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The Baby-Friendly Hospital Initiative
But to move in that direction and become Baby-Friendly,
Expectant mothers who deliver at Johns Hopkins are offered true “couplet care” after delivery, providing the best possible start for infants.
The Johns Hopkins Hospital is designated as Baby-Friendly by the Baby-Friendly Hospital Initiative (BFHI), a global program that was launched by the World Health Organization and the United Nations Children’s Fund in 1991 to recognize hospitals and birthing centers that offer an optimal level of care for infant feeding and mother-baby bonding.
Awarded on December 29, 2015, for a period of five years, this designation recognizes that The Johns Hopkins Hospital has implemented principles outlined in BFHI’s “Ten Steps to Successful Breastfeeding.”
Q: Why was it important for The Johns Hopkins Hospital to become Baby-Friendly?
A: Evidence-based medicine is practiced here at Johns Hopkins in order to provide patients with the best possible care. We know that breastfeeding and immediate mother-baby bonding are the keys to a healthy start in the life of a newborn. We had to undergo a change in the way that we deliver care in order to transition and become a Baby-Friendly designated facility.
Q: What changes were made?
A: After more than five years of significant changes in policies, protocols, and practice, we were awarded the new status. In years past, a woman would deliver the baby, and the newborn would be taken to a central nursery. There, the baby would be placed under a warmer to help stabilize it's body temperature. The pediatricians and nurses would perform their assessments and administer any medications that might be needed.
Now, once the baby is delivered — give both mother and baby are healthy — the baby immediately gets uninterrupted skin-to-skin contact with the mother for the first hour of life. Complete mother-baby couplet care without separation has been a major change in care. Additionally, clinicians now perform the assessments in front of the parent(s) so they can ask questions.
We also promote exclusive breastfeeding, including offering breastfeeding classes and support groups. Board-certified lactation consultants are on our team, and all of our perinatal nurses and clinicians have had additional breastfeeding training.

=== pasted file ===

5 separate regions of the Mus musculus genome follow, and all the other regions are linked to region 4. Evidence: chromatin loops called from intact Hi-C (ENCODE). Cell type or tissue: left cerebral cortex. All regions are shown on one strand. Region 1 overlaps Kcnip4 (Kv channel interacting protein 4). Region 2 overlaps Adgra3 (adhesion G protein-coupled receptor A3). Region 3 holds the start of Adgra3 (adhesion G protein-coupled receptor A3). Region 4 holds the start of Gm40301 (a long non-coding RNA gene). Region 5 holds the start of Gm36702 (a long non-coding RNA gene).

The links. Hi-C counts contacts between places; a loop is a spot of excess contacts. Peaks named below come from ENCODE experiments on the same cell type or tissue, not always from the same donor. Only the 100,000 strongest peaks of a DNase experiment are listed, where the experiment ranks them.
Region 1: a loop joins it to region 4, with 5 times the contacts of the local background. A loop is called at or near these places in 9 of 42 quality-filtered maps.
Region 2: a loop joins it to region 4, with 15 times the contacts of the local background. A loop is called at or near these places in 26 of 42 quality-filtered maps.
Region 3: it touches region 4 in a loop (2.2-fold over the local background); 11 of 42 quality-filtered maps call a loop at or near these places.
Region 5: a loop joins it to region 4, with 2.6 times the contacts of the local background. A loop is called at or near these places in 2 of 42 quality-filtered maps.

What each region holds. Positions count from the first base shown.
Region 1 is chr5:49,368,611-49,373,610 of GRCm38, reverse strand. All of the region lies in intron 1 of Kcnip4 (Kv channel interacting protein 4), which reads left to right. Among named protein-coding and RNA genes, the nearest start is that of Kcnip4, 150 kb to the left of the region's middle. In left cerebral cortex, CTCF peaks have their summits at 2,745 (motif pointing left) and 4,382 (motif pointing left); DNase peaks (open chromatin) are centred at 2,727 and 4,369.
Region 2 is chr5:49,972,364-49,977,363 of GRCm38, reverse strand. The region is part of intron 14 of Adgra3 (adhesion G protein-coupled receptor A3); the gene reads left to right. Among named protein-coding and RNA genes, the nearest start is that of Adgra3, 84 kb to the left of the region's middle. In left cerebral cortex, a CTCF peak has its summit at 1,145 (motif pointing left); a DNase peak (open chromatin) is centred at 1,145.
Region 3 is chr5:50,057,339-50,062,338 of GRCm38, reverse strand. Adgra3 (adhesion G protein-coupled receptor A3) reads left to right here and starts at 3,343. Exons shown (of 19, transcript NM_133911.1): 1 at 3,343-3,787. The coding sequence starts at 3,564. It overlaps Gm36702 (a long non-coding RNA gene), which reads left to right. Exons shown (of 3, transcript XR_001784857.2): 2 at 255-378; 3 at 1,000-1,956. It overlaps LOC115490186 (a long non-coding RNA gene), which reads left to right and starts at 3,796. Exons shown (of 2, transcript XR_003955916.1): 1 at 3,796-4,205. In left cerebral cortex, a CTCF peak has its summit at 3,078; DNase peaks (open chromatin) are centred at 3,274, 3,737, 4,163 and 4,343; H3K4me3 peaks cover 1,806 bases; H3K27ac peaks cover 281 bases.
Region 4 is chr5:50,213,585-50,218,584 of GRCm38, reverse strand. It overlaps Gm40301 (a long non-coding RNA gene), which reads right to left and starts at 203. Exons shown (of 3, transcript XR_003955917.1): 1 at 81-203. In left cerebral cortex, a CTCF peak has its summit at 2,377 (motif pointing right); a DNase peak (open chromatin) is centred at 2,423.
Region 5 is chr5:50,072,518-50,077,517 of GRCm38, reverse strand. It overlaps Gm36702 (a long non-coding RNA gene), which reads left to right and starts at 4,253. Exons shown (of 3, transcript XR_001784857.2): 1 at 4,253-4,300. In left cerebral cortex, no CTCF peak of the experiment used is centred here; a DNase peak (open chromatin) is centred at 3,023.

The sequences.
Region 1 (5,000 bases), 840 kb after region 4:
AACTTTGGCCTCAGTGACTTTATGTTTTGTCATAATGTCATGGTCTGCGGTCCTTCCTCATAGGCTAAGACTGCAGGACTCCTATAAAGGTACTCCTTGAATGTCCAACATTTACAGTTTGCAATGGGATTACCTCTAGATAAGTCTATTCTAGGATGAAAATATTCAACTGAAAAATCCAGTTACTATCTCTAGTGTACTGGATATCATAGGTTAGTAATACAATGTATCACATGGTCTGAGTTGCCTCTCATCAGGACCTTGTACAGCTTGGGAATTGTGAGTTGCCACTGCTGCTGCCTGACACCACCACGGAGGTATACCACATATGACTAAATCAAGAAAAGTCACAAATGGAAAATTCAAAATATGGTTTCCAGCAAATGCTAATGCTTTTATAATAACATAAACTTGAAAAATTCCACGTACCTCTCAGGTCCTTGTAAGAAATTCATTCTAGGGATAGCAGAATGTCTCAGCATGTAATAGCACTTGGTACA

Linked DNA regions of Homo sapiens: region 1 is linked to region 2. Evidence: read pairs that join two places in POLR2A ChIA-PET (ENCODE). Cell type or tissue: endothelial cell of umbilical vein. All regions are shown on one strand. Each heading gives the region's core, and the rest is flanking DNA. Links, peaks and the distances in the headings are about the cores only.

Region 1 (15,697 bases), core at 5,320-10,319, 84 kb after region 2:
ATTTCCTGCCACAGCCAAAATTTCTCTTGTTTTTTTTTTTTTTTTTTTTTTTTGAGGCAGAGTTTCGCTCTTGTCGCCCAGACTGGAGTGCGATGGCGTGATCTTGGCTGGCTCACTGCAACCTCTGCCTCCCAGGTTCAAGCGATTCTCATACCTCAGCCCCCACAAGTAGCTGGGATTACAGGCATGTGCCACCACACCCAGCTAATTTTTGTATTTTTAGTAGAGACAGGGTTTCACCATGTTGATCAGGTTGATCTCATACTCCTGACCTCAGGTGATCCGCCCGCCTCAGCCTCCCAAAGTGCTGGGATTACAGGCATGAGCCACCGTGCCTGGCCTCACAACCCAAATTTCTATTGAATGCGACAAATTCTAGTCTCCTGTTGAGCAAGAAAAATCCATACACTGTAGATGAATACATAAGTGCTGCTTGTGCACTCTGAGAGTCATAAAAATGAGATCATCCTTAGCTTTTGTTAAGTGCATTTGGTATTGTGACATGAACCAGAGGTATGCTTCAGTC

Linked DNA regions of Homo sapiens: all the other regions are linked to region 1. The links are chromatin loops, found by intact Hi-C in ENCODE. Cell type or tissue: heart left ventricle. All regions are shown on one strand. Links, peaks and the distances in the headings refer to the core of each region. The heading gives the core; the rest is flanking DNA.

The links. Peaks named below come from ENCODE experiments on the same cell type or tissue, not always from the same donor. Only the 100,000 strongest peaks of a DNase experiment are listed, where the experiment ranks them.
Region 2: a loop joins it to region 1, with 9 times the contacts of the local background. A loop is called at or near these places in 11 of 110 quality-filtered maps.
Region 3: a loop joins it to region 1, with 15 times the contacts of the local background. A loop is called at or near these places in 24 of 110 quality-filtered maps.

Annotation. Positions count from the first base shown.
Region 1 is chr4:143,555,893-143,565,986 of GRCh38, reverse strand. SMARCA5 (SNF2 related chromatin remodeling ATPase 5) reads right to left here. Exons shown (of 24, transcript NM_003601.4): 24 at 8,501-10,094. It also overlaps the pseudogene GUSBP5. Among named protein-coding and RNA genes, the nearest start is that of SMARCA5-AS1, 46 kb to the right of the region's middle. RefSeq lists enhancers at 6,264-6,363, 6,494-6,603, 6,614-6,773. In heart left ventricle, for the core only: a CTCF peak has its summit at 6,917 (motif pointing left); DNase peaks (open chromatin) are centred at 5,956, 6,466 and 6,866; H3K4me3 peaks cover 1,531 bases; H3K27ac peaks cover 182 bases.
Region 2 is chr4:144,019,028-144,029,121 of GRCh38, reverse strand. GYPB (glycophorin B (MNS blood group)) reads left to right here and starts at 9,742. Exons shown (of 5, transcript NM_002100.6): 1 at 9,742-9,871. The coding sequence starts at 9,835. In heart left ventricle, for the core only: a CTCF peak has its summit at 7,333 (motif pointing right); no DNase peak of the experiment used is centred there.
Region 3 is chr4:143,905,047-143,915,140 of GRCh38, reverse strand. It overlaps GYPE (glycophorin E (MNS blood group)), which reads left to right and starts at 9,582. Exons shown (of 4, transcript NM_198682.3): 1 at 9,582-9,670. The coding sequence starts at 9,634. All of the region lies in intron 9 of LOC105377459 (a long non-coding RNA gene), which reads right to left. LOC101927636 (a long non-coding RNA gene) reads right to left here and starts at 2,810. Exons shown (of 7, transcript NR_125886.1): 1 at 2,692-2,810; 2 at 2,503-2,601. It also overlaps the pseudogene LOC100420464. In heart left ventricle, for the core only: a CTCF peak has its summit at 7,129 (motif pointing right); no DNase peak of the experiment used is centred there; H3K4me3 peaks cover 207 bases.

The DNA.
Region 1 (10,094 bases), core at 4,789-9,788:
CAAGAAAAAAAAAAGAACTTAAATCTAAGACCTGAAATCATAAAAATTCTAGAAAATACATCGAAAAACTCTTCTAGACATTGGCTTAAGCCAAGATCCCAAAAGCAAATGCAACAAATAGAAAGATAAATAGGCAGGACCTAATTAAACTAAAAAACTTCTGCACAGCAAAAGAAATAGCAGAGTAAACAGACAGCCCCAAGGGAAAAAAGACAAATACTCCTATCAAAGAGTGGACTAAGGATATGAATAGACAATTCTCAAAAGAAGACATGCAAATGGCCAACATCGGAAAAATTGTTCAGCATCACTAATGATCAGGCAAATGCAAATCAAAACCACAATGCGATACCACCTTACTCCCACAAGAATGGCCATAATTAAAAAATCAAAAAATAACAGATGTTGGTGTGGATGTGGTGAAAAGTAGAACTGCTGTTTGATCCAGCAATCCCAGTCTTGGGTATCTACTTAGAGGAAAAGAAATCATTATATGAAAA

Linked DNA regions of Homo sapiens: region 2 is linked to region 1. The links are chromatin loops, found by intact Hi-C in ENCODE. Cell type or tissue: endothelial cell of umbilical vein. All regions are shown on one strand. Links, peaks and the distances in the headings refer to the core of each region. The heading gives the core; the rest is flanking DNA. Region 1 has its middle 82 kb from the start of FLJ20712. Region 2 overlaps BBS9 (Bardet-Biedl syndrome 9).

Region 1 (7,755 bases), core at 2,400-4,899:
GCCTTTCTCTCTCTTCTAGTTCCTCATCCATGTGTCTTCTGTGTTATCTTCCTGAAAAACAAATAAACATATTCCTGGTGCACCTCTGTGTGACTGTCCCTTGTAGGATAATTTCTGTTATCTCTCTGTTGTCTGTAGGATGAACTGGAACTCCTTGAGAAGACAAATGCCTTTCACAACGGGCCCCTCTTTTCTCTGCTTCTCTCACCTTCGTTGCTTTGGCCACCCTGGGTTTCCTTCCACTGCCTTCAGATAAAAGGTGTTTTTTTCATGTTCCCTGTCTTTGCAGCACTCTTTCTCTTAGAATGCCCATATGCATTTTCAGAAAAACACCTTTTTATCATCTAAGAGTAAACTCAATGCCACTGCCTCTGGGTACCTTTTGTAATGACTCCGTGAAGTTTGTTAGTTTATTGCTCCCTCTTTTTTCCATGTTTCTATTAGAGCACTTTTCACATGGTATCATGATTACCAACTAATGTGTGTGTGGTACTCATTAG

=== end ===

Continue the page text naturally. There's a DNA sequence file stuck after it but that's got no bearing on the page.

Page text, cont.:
We stress the importance of breast milk and its nutritional value to babies. The nursing staff is committed to exclusive breast-feeding for all of our patients and is dedicated to help new moms be successful with breastfeeding.
Q: How does skin-to-skin contact affect newborns?
A: Nationwide studies show that babies who have skin-to-skin contact have lowered heart rate and cortisol levels. Mothers also benefit, often feeling less pain because they are concentrating on the newborn. Even beyond the first hour of life, there are documented physiological benefits to newborns having their mothers nearby. JHH no longer has a central nursery, and babies are permitted as well as encouraged to stay with their mothers, as long as both parties are in good health.
Q: Are all hospitals practicing this type of perinatal care?
A: No, there are hospitals that bring the babies central nursery to a warmer after birth. Here, we do everything in the presence of the mothers after they have initiated their first breastfeeding.
Receiving the Baby-Friendly designation is difficult because you have to change longstanding policies, protocols, and behaviors. The Baby-Friendly Hospital Initiative includes a very rigorous credentialing process that includes a two-day site visit, where assessors evaluate policies, community partnerships and education plans, as well as interview patients, physicians and staff members.
The Johns Hopkins Hospital is the third hospital in Maryland and the first in Baltimore City to be certified. Only 14 percent of hospitals have achieved this status nationally.
This was a remarkable accomplishment for The Johns Hopkins Hospital and was awarded thanks to the efforts of a multidisciplinary team extending across the Department of OB/GYN and the Department of Pediatrics. Both groups are committed to serving mothers and their newborns in anticipation of ensuring the optimal delivery experience.
- Use breastfeeding language. Use affirmative language, rather than hedging your bets. Say, "I'm going to breastfeed," instead of, "I will try," "I hope" or "I think."
- Set up your home for a positive breastfeeding experience. Only bring items that facilitate breastfeeding into your home. Avoid bringing in bottles and formula. You'll be less tempted to use them if you don't have them nearby.
- Surround yourself with other women who have successfully breastfed. If you don't have friends or family in this category, there are Johns Hopkins support groups for breastfeeding.
- Take a breastfeeding class before you give birth. Preparing in advance will help allay any fears or concerns you may have and make you feel at ease when your baby is born.